He then began to react in similar ways at times when I did not snap at him but was just sad or quiet. He said if I truly loved and trusted him, I would have no need to ever feel sad. I began to believe that he was right, that that was how true relationships worked and perhaps I had just never learnt to love properly before. I felt very ashamed of my behaviour towards him and couldn’t understand why I kept snapping or why I couldn’t feel happier.

Feeling under such pressure to be happy, I became more stressed and upset. He started to tell me that I had mental health problems and severe trust issues. He told me he could put up with me being snappy because he saw the good in me and thought I would get better as I learnt to trust him properly. My insecurity became worse and worse and I felt guilty that, from my perspective, he was having to take the time to teach me how to be in the relationship with him and put up with my issues. However, I still had a small voice in my head saying he was wrong and that I was better than he said, and I found myself bouncing back and forth between these two mentalities. I had had good, long-term relationships before this one and so couldn’t understand why all these issues hadn’t come up before. I wondered if my ex-partners just hadn’t told me how bad I was. We continued to have intense arguments, usually ignited by me either snapping as a result of being miserable and over-tired, or disagreeing with something he had said or done. He would leap on anything negative on my part, however minor, and tell me how much I was hurting him, crying and pleading with me to say I was wrong, to trust and believe him. He would interrupt and talk over me, faster and louder so I could not respond. No matter the subject, he would always steer the argument towards me not trusting him. I felt very confused and began to doubt all of my opinions. He told me that my parents were to blame and that I had insecurity issues because of my relationship with them. He insisted throughout that he was trying to help me, to fix me and that I had to let him. Because I felt it was me initiating the arguments, I believed he was right and that I was in the wrong. I vowed to listen to him more and to change my behaviour.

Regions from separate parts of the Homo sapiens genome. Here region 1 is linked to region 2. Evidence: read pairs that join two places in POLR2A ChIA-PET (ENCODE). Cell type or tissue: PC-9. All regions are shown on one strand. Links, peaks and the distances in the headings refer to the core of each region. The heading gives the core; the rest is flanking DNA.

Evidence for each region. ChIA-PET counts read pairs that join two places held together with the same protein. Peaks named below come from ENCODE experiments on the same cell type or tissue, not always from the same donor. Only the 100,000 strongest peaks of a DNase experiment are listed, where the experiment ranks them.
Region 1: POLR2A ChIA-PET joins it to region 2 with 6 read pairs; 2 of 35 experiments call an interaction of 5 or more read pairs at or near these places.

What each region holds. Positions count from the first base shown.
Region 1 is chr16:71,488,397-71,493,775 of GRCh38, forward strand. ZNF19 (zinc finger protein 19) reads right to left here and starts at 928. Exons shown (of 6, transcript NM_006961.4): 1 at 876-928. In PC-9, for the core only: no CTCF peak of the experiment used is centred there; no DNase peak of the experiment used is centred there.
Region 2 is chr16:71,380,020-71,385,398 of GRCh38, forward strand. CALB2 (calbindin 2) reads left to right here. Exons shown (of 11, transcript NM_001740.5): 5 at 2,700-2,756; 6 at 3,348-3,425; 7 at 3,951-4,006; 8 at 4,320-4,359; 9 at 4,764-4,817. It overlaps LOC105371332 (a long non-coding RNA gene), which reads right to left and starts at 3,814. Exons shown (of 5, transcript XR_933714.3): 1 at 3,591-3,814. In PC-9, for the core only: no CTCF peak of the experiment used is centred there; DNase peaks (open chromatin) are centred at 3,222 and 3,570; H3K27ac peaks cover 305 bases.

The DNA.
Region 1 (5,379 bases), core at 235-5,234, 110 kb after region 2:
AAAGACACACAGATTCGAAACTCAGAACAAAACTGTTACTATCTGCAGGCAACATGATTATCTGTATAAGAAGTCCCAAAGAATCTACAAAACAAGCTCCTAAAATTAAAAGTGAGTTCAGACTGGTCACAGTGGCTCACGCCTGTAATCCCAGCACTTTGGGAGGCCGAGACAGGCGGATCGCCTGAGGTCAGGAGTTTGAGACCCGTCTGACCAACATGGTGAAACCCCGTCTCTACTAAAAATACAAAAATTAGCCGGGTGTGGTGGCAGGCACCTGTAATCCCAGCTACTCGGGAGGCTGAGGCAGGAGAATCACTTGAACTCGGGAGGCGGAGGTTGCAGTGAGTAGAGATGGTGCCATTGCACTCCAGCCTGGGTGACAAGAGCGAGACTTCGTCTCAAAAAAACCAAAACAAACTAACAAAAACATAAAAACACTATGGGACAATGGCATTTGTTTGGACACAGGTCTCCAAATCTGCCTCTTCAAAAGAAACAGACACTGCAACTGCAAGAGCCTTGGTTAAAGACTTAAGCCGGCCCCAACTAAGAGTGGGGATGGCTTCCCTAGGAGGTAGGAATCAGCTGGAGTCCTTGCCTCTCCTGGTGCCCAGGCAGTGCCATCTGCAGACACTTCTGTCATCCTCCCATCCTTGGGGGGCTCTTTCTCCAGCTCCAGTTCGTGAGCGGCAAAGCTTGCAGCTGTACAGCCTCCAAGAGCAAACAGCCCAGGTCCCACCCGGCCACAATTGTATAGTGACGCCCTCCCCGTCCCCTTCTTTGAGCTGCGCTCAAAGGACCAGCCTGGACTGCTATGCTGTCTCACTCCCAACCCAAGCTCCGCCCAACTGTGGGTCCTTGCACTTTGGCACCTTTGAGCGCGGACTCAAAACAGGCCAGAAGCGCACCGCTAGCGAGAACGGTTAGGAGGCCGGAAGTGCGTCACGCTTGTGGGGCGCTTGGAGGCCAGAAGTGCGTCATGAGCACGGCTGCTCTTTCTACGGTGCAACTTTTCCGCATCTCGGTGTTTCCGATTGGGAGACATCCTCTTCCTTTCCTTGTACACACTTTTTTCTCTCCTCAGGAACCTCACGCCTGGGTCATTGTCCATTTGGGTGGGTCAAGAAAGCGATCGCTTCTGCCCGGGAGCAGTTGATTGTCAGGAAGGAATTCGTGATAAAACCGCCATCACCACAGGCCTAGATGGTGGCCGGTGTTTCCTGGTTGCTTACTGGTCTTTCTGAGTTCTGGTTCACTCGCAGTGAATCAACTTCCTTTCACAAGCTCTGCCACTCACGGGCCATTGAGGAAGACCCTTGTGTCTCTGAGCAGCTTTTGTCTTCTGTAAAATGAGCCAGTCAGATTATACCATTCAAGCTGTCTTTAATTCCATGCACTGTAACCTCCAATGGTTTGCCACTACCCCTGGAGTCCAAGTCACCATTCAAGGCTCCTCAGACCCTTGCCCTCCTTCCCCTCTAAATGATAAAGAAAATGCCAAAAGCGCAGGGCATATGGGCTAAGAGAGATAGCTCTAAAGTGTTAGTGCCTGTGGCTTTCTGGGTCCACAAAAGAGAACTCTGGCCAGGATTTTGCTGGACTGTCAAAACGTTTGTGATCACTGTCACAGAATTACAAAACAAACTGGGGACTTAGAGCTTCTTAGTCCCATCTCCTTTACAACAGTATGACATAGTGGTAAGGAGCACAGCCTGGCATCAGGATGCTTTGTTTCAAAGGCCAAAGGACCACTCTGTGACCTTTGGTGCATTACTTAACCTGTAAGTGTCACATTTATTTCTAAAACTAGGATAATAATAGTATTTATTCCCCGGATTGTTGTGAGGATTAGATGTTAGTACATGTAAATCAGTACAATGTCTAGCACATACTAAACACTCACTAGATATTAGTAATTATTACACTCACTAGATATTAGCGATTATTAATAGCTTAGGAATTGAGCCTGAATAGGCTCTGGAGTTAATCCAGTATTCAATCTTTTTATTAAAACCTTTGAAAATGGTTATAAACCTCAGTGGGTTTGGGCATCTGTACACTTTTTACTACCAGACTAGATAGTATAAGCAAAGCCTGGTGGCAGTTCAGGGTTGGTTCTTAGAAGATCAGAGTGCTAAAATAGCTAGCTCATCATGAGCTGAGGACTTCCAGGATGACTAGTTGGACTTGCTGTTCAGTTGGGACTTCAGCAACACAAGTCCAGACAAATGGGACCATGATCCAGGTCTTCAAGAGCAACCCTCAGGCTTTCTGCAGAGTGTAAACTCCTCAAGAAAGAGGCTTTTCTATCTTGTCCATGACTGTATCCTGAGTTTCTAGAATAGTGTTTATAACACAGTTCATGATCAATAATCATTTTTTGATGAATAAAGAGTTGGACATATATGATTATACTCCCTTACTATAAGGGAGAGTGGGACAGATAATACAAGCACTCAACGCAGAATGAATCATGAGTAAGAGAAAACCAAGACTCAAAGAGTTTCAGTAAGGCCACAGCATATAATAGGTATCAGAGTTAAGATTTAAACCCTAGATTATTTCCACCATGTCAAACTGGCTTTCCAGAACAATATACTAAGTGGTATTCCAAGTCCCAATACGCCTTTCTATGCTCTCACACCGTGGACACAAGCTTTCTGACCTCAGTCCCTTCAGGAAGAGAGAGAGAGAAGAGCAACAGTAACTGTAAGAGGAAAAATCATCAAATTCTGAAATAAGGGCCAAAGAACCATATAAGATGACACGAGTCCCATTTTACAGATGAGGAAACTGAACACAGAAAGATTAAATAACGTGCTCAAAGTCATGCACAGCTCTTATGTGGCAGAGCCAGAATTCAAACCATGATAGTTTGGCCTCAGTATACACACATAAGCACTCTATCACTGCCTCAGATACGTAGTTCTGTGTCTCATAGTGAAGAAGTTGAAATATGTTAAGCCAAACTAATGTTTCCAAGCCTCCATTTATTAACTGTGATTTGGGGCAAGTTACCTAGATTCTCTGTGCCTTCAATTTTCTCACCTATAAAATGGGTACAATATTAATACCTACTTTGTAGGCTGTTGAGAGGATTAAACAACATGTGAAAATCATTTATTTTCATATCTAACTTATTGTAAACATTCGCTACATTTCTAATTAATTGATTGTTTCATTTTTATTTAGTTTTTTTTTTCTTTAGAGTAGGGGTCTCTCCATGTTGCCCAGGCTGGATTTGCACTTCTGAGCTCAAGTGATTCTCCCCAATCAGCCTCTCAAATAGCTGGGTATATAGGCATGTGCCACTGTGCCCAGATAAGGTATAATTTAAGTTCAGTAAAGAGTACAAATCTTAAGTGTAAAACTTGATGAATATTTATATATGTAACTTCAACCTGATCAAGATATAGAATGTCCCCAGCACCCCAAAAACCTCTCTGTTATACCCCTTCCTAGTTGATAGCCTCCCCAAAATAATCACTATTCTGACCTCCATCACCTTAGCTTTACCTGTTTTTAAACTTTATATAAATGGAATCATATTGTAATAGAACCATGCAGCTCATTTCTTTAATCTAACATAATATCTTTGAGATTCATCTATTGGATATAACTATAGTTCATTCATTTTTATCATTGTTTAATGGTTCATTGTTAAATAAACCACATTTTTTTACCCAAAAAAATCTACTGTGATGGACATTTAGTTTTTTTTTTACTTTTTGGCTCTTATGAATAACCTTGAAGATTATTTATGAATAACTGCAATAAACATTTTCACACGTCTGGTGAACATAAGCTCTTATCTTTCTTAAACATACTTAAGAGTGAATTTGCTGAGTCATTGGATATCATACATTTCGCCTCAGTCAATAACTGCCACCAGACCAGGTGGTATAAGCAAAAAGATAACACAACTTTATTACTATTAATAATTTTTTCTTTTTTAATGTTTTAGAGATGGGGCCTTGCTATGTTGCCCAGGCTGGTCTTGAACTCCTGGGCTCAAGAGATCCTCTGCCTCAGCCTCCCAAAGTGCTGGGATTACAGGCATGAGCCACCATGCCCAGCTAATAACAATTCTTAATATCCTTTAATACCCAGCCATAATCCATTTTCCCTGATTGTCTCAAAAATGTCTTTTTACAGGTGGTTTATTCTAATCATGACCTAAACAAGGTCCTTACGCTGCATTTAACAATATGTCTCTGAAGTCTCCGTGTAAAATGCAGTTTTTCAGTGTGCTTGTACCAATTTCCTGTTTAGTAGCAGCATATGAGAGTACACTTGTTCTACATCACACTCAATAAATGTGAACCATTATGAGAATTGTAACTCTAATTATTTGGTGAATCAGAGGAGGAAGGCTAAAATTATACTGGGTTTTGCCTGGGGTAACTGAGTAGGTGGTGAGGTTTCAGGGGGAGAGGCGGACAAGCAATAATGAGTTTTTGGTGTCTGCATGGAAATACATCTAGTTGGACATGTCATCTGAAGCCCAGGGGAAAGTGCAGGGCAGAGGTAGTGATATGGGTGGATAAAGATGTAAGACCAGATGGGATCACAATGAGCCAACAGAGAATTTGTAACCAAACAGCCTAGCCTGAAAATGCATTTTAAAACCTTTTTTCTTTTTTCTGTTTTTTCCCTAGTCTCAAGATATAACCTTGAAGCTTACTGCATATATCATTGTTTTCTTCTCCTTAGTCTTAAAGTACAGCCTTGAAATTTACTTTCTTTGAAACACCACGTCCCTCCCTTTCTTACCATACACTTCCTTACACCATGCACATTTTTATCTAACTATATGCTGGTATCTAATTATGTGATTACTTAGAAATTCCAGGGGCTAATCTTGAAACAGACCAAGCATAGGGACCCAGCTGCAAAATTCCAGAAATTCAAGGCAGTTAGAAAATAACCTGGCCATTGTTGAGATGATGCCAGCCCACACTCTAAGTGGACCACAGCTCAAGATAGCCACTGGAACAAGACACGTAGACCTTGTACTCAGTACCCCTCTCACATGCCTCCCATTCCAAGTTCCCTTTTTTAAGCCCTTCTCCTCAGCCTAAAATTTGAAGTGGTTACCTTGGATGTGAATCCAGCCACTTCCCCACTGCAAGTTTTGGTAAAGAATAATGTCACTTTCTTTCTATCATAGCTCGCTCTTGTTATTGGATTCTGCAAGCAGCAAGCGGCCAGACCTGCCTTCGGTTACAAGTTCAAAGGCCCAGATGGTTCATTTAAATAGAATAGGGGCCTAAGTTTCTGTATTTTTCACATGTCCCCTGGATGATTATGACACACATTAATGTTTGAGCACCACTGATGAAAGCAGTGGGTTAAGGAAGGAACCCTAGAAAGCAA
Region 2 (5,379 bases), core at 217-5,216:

–> Post 2 – The use of self-harm and further confusion